A randomized controlled trial was done in Italy in which fathers went through a two-hour pre-natal education session on infant care as well as breastfeeding assistance to their partner. The result was a 33% difference in breastfeeding initiation among women whose partners had attended the class, in comparison with the controls [8]. Another study in Italy, also found that teaching fathers how to prevent and manage the most common lactation difficulties had a marked, positive impact on breastfeeding continuation. Few (15%) mothers whose partners had been simply told about the benefits of breastfeeding were still breastfeeding at age six months; but when the men were individually given information for just 40 minutes on management of common problems (for example pain and discomfort, fear that baby isn’t ‘getting enough’ and breastfeeding-issues when mum returns to work) the percentage of mothers still breastfeeding at age six months was 25%. The impact was particularly strong among women who had reported difficulties with lactation (4.5% vs. 24%) [9].

In Kenya, most community programs seeking to improve the well-being of women and children target young mothers and their children [1]. Few initiatives in the country have engaged men in efforts to improve the infant feeding [1]. A pilot project done in Western Kenya, engaged men through nutrition education on the infant and young child feeding practices through group training of men facilitators using a training manual targeted to men [10].

Based on the outcomes in the studies in Italy, we hypothesize that the study in the Kenyan context would result in positive outcomes on the infant feeding when fathers are reached with information on breastfeeding and complementary feeding. The objective of our study was to assess the impact of using nutrition education to mothers and fathers as a strategy to improve the infant feeding. This is because studies have shown that there has been less attention on male involvement in the infant feeding thus the timeliness of our study.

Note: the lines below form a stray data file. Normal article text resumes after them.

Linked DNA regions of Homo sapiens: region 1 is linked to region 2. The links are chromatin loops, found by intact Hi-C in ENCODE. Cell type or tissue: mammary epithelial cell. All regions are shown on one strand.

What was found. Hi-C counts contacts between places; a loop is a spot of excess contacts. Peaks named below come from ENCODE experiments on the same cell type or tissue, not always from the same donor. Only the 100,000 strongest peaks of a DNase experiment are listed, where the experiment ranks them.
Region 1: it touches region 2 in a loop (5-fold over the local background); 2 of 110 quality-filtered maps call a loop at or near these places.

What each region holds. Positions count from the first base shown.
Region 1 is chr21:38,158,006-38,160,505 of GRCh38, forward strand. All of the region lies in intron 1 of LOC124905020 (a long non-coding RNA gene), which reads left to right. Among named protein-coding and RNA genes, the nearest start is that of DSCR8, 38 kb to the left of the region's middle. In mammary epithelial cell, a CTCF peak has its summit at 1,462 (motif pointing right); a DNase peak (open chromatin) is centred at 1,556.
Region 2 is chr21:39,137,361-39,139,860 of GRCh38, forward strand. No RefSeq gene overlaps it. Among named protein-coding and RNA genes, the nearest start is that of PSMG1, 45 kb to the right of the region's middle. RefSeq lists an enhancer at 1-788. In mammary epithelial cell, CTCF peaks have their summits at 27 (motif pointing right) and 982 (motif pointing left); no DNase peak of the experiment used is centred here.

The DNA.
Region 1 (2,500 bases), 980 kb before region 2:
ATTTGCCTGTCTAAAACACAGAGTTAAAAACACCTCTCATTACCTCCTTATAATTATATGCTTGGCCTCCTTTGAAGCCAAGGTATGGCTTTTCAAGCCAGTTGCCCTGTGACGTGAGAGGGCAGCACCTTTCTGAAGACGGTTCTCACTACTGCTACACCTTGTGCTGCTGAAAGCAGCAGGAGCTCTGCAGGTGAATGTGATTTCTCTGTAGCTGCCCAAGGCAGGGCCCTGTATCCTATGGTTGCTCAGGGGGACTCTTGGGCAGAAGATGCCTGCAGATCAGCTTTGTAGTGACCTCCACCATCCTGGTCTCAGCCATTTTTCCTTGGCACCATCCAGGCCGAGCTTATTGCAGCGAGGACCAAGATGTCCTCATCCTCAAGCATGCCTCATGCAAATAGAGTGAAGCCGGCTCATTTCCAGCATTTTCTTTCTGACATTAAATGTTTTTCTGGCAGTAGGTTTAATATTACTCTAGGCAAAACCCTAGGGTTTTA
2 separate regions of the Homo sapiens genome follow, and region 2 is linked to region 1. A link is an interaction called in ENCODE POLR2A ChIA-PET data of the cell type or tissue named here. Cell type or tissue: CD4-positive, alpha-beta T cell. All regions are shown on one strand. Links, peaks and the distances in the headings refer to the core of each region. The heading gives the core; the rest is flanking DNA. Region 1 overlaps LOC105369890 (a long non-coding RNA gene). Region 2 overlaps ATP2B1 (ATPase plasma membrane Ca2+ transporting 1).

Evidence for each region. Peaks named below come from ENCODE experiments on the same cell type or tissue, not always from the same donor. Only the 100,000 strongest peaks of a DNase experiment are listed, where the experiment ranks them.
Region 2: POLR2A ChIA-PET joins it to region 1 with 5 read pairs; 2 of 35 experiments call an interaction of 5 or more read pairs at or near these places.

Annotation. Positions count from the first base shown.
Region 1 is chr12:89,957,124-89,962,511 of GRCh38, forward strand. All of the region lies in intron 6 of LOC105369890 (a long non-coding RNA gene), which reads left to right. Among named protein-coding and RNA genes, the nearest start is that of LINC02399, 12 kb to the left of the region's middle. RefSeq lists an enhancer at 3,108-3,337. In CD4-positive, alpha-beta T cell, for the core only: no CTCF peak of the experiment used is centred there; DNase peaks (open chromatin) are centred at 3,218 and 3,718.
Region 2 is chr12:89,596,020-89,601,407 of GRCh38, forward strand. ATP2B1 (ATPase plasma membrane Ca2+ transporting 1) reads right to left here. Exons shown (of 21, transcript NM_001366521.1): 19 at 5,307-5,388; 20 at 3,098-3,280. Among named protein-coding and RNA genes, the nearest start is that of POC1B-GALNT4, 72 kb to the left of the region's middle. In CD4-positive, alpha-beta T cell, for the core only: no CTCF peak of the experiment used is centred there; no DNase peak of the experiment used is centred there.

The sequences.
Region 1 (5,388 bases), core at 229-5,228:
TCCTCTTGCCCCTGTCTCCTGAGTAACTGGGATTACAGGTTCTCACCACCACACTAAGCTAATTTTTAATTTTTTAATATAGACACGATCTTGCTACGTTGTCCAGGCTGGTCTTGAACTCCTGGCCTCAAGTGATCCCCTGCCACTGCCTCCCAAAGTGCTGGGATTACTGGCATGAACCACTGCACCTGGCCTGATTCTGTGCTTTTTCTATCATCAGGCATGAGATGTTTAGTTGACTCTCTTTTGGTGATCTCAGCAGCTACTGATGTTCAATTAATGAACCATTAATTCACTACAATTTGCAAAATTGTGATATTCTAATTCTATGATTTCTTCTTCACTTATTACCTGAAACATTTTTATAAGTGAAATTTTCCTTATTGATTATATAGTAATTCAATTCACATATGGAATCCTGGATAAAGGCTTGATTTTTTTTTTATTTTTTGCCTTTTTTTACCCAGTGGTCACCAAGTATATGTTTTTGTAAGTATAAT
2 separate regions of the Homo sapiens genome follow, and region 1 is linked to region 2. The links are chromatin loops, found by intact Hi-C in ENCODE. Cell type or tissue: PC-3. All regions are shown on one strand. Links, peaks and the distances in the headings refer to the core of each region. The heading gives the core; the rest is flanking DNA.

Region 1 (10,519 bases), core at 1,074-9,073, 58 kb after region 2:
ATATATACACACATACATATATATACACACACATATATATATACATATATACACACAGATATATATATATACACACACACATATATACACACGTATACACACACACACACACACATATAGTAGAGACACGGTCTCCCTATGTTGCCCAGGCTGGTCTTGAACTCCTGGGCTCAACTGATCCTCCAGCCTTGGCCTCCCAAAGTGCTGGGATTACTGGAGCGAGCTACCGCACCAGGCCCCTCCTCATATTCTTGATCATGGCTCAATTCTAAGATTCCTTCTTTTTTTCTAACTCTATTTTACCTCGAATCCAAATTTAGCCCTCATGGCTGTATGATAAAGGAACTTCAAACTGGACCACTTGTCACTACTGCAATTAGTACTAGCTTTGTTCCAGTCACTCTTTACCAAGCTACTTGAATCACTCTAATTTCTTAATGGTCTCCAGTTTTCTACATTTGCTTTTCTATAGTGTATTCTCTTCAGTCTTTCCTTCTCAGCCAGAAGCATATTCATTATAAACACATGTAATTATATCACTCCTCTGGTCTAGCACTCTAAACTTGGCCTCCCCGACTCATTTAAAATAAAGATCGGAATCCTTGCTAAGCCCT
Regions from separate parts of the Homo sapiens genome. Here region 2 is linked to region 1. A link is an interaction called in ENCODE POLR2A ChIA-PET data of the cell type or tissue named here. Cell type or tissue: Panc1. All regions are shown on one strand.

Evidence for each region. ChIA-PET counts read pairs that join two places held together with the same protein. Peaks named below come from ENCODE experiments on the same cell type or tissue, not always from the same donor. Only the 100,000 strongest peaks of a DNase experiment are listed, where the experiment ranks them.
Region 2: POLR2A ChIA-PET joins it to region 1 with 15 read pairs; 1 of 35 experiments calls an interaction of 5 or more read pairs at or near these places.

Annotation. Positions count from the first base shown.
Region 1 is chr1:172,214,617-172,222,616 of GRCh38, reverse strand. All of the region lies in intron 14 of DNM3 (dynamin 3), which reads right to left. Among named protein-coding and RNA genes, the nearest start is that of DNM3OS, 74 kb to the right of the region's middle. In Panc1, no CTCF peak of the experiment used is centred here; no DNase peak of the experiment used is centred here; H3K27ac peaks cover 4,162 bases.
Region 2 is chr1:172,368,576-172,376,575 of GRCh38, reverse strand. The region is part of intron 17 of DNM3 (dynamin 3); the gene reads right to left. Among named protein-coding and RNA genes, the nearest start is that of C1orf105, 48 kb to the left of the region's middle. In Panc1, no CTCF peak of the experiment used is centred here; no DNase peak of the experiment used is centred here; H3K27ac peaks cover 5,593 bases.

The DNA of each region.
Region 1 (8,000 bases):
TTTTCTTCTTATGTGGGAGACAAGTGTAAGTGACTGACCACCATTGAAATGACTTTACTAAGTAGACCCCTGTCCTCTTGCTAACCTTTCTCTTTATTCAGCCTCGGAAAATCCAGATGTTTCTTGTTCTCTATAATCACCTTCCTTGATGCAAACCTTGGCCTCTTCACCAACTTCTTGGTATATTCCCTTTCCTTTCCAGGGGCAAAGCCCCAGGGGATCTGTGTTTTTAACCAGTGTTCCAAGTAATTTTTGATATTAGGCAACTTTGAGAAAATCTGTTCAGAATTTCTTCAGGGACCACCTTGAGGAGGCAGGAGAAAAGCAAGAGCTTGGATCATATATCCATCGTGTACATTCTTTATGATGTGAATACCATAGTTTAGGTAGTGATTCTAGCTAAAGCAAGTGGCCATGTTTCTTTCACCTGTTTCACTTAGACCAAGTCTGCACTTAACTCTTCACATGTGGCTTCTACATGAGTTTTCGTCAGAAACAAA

Development of nutrition education intervention material

Nutrition education materials on recommended breastfeeding and complementary feeding practices with specific information tailored for fathers emphasizing their unique and vital role in the success of breastfeeding and complementary feeding were developed. The education material was based on the UNICEF integrated infant and young child feeding counseling, a training course released in 2012 [11] and Infant and Young Child Feeding and Gender manual prepared by the Infant & Young Child Nutrition (IYCN) Project for the men's groups activities [10].

Study setting and study design

This study was conducted in Kisumu East Sub County, Kisumu County, Kenya. The county has 6 sub-counties namely: Kisumu East, Kisumu West, Kisumu North, Nyando, Muhoroni, and Nyakach. Kisumu East Sub County has a total area of 135.9 Km2 and a population of 150,124 [2]. The study participants were recruited from the Kisumu County hospital in Kisumu East Sub County. It is a Level 5 Hospital providing services such as antenatal, basic emergency, obstetric care, curative, out-patient and in-patient services, family planning and growth monitoring among others.

The study was a randomized controlled trial (RCT) where participants were randomized into either an intervention (receiving education on infant feeding) or a control group (not receiving education on infants feeding). The target population was fathers (husbands of women who are recruited at 6 months pregnant at the time of recruitment into the study) and motherinfant pair.